New Zealand parents are increasingly making a choice to supplement their children’s education by sending them to tuition providers. Private tuition centres have exploded in numbers and are catering for pre-schoolers to school-leavers with after-school and holiday programmes. In Australia one in five children is estimated to have some tutoring. Researchers in Britain say more than a quarter of state school pupils receive private lessons.
“Tutoring in New Zealand is a multi-million dollar business. Like many burgeoning industries, tutoring has attracted a number of unscrupulous operators. Most tutors and tutoring organisations do the right thing but we want to ensure the industry becomes more accountable and operates in a professional manner”, says Dr. Ralph Wesseling of the newly formed New Zealand Tutoring Association.
The New Zealand Tutoring Association represents tutoring organisations and educational tutors throughout New Zealand. The NZTA believes it is time for self regulation of the tutoring industry to ensure accountability and consumer protection. Membership means strict adherence to the NZTA Code of Conduct. Upholding the Code of Conduct should ensure that there is consistency and reliability for the practitioners and their clients.
The New Zealand Tutoring Association was set up in close cooperation with the Australian Tutoring Association (ATA) and has been formed in recognition of the need to unify standards for the tutoring industry nationally. Moves to set up the NZTA was initiated and sponsored by two of New Zealand’s foremost tutoring companies: Kip McGrath and NumberWorks’nWords. The NZTA aims to represent tutors and tutoring organisations, act as a lobby group and raise the standard of tutoring in New Zealand.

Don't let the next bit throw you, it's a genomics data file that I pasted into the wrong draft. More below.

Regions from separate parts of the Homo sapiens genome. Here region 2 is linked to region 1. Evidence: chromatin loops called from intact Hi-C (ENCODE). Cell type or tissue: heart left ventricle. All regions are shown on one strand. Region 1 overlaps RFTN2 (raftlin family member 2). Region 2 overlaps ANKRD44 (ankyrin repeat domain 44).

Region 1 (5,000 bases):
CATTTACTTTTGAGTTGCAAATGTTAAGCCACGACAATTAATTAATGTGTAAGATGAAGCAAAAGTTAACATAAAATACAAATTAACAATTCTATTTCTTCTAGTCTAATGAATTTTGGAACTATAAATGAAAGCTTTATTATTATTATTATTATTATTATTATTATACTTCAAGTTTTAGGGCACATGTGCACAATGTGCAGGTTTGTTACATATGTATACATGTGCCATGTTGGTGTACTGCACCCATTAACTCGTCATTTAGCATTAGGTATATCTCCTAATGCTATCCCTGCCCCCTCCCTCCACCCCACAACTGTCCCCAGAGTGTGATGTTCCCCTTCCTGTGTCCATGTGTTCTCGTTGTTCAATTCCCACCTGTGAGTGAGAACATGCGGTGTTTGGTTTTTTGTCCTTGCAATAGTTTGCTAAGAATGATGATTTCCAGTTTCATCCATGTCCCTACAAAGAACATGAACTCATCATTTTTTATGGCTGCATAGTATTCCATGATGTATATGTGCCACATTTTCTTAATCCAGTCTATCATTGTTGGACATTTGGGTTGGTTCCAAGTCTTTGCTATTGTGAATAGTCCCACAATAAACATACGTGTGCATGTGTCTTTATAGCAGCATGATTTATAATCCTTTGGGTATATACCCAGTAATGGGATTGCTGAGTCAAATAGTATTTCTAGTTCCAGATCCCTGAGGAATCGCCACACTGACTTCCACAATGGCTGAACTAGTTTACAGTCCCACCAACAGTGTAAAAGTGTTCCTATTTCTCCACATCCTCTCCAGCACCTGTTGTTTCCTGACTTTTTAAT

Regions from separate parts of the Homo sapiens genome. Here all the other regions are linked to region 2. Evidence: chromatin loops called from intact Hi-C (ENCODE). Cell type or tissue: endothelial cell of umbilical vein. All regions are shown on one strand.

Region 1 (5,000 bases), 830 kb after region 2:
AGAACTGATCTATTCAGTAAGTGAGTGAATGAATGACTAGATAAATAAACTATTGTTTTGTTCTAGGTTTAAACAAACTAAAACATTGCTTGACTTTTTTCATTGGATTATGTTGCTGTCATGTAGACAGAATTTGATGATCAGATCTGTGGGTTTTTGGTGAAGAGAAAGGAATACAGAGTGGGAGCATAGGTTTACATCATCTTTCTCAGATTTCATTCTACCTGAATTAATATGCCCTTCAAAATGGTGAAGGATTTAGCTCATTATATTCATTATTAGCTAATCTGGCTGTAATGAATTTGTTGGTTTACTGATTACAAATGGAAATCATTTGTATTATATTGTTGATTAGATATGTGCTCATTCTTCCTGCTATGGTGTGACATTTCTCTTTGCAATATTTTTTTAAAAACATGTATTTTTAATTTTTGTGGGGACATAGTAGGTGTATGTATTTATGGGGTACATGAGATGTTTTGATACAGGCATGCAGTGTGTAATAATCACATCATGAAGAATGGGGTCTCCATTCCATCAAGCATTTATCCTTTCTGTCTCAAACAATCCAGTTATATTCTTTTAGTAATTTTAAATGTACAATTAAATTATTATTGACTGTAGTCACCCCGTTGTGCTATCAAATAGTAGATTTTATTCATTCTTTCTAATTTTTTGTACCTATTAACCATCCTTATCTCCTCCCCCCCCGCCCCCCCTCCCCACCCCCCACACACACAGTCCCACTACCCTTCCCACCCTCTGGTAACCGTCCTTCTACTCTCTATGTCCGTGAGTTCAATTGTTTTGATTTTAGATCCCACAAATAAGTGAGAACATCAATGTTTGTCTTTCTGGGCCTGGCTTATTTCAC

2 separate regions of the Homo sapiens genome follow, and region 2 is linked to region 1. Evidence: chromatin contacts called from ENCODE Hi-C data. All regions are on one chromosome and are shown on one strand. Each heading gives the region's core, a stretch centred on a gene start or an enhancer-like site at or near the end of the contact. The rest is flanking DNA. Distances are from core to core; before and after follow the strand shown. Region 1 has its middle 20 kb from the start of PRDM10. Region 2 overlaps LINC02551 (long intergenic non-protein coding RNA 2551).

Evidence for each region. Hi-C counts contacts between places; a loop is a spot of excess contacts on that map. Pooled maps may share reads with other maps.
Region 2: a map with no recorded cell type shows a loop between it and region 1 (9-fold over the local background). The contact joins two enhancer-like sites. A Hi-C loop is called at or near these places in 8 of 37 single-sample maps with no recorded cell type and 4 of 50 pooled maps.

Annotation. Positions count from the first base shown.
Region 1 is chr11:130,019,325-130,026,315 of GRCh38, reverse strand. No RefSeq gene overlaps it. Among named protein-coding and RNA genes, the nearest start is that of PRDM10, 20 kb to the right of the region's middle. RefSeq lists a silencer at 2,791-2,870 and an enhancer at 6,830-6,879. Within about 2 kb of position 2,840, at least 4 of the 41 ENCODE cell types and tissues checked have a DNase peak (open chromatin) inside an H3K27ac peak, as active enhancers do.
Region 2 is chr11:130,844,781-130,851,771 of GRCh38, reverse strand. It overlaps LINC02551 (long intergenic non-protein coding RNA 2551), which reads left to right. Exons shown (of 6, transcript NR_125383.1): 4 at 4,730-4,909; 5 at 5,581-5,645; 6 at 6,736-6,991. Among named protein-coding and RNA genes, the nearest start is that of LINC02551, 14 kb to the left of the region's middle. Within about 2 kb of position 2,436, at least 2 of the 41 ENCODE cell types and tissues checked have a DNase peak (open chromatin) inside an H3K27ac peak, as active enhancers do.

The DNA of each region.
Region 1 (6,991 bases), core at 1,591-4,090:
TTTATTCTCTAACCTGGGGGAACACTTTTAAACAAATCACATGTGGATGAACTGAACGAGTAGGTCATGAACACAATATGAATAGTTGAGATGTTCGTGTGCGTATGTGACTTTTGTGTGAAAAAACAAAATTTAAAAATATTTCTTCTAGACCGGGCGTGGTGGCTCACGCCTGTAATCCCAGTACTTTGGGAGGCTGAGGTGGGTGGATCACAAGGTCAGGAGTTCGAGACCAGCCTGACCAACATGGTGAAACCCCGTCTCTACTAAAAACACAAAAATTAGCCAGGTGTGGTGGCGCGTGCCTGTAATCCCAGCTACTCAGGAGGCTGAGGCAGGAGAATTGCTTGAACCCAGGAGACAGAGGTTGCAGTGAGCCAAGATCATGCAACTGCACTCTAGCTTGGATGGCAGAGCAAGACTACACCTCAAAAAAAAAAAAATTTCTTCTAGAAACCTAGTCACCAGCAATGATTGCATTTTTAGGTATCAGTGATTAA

In order to become NZTA members tutoring organisations must agree to abide by a strict Code of Conduct which addresses all of the main issues related to ethical conduct including the need for businesses to:
• have a refund policy
• have full disclosure of qualifications of staff
• demonstrate a particular focus on honesty in advertising as there is no place for exaggerated or misleading claims, deceptive practices or high pressure selling
• engage in accurate reporting which provides insight into the students’ progress and avoids creating dependencies
• refuse to do student work for the student – avoiding plagiarism and encouraging independence and the learning of their students
• disclose the form(s) of testing used or to be used by the tutors in assessing students
• have a written grievance procedure available for parents in the event of any dispute.
To find out more about the NZTA visit their website www.nztutoring.com